Um Salem, 40 and her children are among more than 100 people who have found some kind of refuge from the war in the caves and natural fissures of this sheer mountainside in Idlib province.
Their home village of al-Hamama lies little more than a mile away. But when rebels began fighting government troops there more than two months ago, the picturesque farming hamlet became the hostile terrain of air strikes and tank and mortar fire.
Their story of flight is familiar now across Syria, where an estimated 2.5 million people have been displaced by the civil war.
But their desperate circumstances are altogether different. "It became impossible to live there," said Shaema Masri, 17. "We had no money to rent a new home in a safer village in Syria and the refugee camps in Turkey are full and we knew we would be turned away."
When her family decided to move, it took them several days of searching to find a habitable cave, as "most were already full of other refugees from the village".
The cliff face, which lies beside a road and opposite a swollen brown river, is dotted with signs of human life: washed clothes hang out to dry on the branches of small trees and shrubs; rudimentary pathways are cut into the muddy slopes, with sand dusted over homemade steps; small heaps of chopped wood and twigs lie outside the cave entrances.
Plastic sheets have been strung up to shield the interiors. Some of the more established residents have built walls with dried mud, rocks or with breeze blocks and have even inserted a metal door. The flues from stoves poke outside, puffing out smoky curls.
When Um Salem moved here she had to spend a day shovelling animal droppings from the cave floor: "It was a shepherd who suggested that we move to this place. The caves had been used as shelters for sheep before," she said.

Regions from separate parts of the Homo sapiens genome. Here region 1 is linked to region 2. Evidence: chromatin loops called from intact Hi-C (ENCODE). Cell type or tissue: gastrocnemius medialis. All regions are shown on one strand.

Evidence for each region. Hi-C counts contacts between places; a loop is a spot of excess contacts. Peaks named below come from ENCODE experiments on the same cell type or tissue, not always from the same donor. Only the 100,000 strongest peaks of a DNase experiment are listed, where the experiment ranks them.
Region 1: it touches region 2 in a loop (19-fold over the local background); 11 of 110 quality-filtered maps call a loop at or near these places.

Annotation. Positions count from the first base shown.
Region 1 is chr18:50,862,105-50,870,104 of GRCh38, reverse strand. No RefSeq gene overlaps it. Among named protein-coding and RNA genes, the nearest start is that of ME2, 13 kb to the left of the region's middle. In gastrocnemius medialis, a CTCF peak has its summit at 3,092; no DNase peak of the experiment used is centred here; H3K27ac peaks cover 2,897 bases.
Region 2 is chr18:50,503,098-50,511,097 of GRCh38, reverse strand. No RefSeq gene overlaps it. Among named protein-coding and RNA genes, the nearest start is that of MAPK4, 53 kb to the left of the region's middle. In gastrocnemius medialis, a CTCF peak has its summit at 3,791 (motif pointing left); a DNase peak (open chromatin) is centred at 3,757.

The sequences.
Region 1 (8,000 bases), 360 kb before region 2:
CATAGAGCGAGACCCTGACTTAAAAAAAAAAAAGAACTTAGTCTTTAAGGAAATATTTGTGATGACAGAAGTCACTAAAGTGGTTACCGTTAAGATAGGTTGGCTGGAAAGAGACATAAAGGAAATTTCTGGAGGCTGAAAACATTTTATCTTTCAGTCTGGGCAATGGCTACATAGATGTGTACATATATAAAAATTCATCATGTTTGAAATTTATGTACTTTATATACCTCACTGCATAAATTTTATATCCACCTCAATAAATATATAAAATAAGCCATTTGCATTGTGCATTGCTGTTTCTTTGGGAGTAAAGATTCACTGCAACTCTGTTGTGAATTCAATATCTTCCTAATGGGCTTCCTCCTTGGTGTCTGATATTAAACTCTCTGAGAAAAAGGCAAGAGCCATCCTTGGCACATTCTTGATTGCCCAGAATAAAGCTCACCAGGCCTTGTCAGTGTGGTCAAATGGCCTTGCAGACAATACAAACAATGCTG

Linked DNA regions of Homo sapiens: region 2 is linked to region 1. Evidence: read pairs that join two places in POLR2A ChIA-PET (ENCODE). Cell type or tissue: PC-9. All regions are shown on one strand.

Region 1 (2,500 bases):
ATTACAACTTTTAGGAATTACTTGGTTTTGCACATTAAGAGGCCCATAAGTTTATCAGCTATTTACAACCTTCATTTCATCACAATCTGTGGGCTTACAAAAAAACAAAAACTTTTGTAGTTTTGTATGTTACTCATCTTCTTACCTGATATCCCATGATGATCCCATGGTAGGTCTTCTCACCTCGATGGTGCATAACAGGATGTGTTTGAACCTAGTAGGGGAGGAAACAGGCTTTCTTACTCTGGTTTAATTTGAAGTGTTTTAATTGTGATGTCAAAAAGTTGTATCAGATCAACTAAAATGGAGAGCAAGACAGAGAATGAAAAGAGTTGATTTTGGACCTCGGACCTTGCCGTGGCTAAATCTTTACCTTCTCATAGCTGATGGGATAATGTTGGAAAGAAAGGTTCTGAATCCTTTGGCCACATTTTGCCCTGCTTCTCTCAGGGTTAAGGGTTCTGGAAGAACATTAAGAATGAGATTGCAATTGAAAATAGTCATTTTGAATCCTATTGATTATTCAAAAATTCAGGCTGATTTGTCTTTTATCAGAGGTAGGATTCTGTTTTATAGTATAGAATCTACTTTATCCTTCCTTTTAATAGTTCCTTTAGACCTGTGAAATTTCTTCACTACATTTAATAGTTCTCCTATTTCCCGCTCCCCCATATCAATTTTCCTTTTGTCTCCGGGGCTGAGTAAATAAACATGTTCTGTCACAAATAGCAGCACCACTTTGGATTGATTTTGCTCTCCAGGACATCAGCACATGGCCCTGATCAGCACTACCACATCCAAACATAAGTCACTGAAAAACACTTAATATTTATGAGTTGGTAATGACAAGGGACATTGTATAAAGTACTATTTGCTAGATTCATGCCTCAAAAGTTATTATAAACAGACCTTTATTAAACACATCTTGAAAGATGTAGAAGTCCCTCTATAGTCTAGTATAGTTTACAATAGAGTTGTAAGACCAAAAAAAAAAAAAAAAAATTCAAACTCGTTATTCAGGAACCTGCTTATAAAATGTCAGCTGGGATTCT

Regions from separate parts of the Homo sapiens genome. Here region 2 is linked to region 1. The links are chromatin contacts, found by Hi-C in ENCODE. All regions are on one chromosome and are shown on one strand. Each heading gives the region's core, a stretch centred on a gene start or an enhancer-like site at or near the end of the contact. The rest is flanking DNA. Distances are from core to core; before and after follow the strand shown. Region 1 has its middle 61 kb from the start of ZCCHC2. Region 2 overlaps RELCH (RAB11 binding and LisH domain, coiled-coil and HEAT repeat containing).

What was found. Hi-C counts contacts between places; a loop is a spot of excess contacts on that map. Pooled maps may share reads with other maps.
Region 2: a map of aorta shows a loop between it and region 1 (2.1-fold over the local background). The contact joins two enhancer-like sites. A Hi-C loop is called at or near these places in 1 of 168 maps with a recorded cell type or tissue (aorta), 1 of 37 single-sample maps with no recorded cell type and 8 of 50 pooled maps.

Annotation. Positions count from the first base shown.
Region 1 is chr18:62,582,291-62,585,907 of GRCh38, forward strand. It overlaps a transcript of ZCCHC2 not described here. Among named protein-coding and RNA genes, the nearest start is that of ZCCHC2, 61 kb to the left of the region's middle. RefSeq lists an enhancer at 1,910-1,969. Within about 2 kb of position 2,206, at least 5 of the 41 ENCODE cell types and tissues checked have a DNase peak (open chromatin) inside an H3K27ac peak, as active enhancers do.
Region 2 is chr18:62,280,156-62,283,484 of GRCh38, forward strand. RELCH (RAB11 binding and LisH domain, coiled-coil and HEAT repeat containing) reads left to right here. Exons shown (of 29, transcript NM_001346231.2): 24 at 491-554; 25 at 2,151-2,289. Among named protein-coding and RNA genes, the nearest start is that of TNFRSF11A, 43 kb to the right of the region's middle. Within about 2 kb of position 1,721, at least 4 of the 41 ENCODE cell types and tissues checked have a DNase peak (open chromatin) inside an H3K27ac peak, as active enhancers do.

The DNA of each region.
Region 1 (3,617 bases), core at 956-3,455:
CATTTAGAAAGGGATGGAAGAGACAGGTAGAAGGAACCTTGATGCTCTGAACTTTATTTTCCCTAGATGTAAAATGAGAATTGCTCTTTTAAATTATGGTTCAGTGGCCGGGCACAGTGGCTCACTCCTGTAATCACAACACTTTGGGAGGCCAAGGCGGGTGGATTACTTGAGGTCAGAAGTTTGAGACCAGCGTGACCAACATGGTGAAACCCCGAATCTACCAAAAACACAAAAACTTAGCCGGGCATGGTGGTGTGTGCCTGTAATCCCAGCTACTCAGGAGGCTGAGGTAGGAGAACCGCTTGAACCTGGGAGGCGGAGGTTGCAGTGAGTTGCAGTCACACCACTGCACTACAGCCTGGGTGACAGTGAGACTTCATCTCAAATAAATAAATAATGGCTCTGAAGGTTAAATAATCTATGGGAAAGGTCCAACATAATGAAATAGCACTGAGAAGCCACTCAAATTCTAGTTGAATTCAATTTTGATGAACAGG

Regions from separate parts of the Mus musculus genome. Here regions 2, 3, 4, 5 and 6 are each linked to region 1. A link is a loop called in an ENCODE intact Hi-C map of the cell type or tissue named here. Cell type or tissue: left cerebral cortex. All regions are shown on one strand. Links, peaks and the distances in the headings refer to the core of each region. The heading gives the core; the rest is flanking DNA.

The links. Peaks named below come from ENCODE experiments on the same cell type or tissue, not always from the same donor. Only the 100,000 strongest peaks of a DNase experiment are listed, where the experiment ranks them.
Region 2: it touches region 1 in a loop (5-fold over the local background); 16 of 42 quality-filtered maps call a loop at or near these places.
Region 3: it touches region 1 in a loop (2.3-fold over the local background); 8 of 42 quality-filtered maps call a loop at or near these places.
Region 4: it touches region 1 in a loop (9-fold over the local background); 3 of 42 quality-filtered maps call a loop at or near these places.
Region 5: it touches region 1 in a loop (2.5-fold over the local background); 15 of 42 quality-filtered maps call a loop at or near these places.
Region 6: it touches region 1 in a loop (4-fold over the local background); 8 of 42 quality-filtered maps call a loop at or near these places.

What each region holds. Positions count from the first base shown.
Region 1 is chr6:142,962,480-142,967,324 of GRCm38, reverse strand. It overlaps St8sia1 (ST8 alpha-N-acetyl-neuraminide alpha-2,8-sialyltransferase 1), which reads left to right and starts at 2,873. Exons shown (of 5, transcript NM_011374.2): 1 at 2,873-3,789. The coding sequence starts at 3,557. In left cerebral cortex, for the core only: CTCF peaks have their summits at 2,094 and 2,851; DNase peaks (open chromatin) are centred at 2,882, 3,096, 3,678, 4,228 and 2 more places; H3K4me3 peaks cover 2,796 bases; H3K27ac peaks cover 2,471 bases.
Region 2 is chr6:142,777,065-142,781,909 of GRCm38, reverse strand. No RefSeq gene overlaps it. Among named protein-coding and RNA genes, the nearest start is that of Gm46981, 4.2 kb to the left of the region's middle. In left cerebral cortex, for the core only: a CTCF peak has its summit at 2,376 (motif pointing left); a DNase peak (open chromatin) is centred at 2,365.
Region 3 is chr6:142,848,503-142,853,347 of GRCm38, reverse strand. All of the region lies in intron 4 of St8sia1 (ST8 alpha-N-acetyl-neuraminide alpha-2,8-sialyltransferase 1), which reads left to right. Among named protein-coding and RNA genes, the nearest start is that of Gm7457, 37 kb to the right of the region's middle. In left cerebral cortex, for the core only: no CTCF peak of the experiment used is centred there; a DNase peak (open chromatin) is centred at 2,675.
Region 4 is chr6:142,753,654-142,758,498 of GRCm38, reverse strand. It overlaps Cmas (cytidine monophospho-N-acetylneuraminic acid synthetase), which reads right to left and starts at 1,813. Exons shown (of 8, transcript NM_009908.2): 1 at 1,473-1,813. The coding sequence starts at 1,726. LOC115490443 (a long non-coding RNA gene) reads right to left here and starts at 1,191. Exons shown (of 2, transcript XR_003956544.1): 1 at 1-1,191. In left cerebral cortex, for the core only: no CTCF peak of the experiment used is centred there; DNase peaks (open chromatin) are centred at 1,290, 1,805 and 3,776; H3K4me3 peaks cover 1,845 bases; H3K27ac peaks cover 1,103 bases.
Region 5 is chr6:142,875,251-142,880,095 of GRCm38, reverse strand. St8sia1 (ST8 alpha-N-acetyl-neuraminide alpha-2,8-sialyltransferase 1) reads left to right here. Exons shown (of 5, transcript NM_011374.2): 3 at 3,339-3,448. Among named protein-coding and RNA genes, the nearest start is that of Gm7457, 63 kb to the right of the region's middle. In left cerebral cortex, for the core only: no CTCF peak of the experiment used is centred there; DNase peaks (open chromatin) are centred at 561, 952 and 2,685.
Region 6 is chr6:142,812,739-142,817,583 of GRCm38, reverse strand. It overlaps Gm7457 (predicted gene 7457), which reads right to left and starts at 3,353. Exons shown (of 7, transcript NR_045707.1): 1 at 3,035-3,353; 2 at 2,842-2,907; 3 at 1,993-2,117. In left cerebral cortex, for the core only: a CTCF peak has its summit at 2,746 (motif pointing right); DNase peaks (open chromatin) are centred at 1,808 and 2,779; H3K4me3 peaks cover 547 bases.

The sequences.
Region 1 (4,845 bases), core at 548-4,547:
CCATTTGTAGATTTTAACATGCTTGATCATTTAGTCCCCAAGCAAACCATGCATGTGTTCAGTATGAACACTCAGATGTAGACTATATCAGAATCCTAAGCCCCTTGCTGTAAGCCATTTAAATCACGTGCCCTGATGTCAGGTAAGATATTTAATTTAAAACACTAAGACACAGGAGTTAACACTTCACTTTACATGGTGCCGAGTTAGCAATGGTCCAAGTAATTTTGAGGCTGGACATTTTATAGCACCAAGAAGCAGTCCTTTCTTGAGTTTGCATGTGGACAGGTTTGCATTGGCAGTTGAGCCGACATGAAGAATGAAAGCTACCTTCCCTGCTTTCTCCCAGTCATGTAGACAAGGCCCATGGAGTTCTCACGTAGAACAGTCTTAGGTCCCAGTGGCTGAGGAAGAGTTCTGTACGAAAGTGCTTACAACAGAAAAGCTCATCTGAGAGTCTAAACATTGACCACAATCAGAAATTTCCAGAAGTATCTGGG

She has adapted her cave as well as she can; inside, the floor is covered in a plastic sheet with a red carpet on top. Small buckets hang on the jagged edges of the cave's rooftop to catch the water that drips through cracks.
In a cranny in the corner, she keeps two pans and a small soot-covered kettle. Other fist-sized holes in the rock are used to house bottles of herbs and spices. Two oil lamps provide the only light at night.
The lavatory is outside in another cave, along the narrow ledge. A plastic sheet strung along the front provides privacy but it does little to cover the smell. "This is a hard existence. If I knew I was going to live through this situation I would not have brought so many children into the world," said Um Salem, who shares the small cave with her husband and 10 children. "We have been here since the end of the summer. It takes me all day to heat a little water from the river to keep us clean."
The youngsters cannot play outside for fear that a car on a nearby road will hit them, or that they might fall down from the cliff. The latter has already happened twice. Last week Um Salem's three-year-old toddler Noor tripped off the ledge outside her home, falling 20ft to the rock below. "Noor had hit her head and back. I took her to the doctor. She is in pain but thanks to God that she broke nothing," said Um Salem.
Another relation, a young girl in her twenties listened from where she lay under a blanket in the corner of the cave. She too was convalescing after a dangerous fall.
Most of the inhabitants of the cave system are women and children – many of the male villagers died in the fighting or were imprisoned by the government after being suspected of sympathizing with the rebels. Three of Shaema's brothers are in jail.
The caves are safer than her home village, but the war is still too close. Tank shells from the fighting have landed less than 50 yards along the road, and fighter jets and helicopters can be seen in the sky. The thud of artillery is the backdrop to daily life. "I am always frightened. You think that at any moment someone will die," said Shaema. "My only hope for the future is that I will be allowed to go home."